This city never ceases to amaze me. There’s always something new and interesting to see around every corner, and while exploring the lower west side of Manhattan on a recent short visit, we stumbled on the Irish Hunger Memorial for the first time. An oasis of green in a jungle of concrete and steel, this unique memorial in New York City is beautifully presented and a poignant reminder of constant struggles to provide the most basic of human needs.
A description from Wikipedia:
“The Irish Hunger Memorial, designed collaboratively by artist Brian Tolle, landscape architect Gail Wittwer-Laird, and 1100 Architect, is located on a one-half acre site at the corner of Vesey Street and North End Avenue in the Battery Park City neighborhood of Manhattan in New York City, and is dedicated to raising awareness of the Great Irish Famine that killed up to a million in Ireland between the years 1845 and 1852. The memorial was dedicated on July 16, 2002. It is a uniquely landscaped plot, which utilizes stones, soil, and native vegetation brought in from the western coast of Ireland. The memorial contains stones from all of the different counties of Ireland. The memorial also incorporates an authentic rebuilt Irish cottage of the 19th century. The cottage at the memorial is from Carradoogan in the parish of Attymass in County Mayo. The cottage belonged to the Slack family but was deserted in the 1960s. The Slack family donated the cottage to the memorial in “memory of all the Slack family members of previous generations who emigrated to America and fared well there.” “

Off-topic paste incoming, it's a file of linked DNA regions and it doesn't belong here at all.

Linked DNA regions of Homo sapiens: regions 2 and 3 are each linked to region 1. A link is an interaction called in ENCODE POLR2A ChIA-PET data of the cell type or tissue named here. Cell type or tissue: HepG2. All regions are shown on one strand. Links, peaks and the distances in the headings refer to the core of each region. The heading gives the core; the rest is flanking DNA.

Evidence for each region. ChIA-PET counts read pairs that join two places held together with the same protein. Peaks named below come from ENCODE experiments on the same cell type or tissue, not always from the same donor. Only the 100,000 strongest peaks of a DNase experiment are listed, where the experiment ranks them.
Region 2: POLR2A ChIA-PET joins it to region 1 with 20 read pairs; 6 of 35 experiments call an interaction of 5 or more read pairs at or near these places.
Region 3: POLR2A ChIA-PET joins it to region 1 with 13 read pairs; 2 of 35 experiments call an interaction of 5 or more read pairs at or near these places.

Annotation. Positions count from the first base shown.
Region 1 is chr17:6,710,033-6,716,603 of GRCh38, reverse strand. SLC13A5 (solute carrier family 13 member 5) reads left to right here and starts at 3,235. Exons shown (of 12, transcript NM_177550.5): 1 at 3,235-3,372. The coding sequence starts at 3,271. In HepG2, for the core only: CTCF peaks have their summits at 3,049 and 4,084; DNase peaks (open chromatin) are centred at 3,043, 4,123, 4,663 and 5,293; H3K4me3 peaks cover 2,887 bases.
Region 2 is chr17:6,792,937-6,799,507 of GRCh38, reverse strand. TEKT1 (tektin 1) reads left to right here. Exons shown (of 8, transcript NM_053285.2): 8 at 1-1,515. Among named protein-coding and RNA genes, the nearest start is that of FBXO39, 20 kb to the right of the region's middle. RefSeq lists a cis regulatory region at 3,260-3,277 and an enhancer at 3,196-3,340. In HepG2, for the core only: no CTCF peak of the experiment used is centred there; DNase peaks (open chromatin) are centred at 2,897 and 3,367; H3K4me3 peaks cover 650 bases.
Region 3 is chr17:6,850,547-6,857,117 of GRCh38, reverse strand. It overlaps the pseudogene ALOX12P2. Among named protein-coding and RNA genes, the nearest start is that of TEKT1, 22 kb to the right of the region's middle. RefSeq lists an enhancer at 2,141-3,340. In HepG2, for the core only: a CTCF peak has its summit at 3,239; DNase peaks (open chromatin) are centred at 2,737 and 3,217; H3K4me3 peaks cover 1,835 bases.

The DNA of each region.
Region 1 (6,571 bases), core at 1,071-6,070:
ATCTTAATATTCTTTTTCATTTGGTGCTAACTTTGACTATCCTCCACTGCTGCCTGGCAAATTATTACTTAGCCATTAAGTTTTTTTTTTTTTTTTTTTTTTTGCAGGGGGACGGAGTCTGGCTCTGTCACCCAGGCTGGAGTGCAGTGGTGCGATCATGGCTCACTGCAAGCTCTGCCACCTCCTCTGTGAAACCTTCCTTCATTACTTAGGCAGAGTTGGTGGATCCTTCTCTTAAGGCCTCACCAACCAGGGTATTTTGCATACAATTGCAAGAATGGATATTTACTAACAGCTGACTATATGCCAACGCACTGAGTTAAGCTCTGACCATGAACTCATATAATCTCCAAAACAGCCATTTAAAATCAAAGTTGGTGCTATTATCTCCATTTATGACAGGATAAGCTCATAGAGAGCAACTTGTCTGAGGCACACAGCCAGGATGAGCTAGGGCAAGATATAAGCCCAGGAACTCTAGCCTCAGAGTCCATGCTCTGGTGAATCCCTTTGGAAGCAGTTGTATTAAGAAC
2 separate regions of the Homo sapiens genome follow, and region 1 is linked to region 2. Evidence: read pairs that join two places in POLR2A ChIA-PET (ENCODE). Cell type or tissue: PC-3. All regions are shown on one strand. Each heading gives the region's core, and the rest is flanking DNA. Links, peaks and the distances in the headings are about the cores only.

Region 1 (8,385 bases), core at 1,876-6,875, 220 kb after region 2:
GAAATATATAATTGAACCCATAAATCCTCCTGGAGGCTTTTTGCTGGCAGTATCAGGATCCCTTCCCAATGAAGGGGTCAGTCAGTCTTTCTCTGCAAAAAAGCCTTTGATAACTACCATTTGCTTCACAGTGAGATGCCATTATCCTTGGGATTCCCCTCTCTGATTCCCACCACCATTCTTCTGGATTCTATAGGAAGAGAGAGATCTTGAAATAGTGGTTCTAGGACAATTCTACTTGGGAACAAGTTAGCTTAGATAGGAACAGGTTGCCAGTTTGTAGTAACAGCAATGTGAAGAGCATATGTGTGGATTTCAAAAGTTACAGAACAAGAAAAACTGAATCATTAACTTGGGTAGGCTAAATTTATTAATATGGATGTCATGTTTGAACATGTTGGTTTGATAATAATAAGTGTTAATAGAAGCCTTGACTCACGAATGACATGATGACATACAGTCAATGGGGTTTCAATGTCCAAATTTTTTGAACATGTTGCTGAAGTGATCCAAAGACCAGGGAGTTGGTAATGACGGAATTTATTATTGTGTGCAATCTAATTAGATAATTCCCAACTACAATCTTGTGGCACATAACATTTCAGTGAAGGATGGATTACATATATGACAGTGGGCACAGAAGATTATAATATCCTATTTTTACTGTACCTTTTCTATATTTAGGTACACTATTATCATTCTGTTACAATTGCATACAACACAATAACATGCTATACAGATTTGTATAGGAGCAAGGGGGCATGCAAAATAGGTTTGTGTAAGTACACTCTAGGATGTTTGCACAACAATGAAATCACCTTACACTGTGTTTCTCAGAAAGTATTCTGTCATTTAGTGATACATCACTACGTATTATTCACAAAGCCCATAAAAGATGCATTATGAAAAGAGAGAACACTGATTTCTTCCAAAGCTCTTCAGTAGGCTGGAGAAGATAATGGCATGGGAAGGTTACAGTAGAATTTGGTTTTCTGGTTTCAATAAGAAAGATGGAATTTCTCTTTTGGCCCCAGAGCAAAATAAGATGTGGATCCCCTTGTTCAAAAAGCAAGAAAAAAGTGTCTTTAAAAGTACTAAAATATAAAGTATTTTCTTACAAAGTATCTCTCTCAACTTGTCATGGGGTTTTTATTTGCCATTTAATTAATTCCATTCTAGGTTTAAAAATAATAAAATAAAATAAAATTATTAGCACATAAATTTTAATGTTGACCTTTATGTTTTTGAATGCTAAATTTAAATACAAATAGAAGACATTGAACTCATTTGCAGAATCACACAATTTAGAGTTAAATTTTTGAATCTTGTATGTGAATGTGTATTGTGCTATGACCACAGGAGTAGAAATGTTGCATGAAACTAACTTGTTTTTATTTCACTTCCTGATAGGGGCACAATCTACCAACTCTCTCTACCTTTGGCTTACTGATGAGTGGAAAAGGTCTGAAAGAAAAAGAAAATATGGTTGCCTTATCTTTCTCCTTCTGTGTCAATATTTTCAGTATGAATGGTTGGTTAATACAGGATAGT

Between 1846 and 1850, potato blight all but wiped out the main source of food for the Irish people and a catastrophic famine ensued. One and a half million Irish people died, and many more fled their homeland just to survive. The quarter of an acre Irish Hunger Memorial garden is a reminder of An Gorta Mór (The Great Hunger), and it also recognizes the many parts of the world still affected by hunger today.
A raised overlook provides impressive views of the Statue of Liberty and Ellis Island, significant as symbols of the welcome afforded the immigrant Irish people. The outside wall of the memorial is adorned with almost two miles of poetry, statistics and quotes about the impact of the deadly famine.
Somewhat ironically placed deep within the Financial District of the richest city in the world, this site stands as a simple reminder of past and present issues around world hunger, and in a time when some of us have so much, it seems hard to believe that so many people across the globe still go without. Well worth a visit.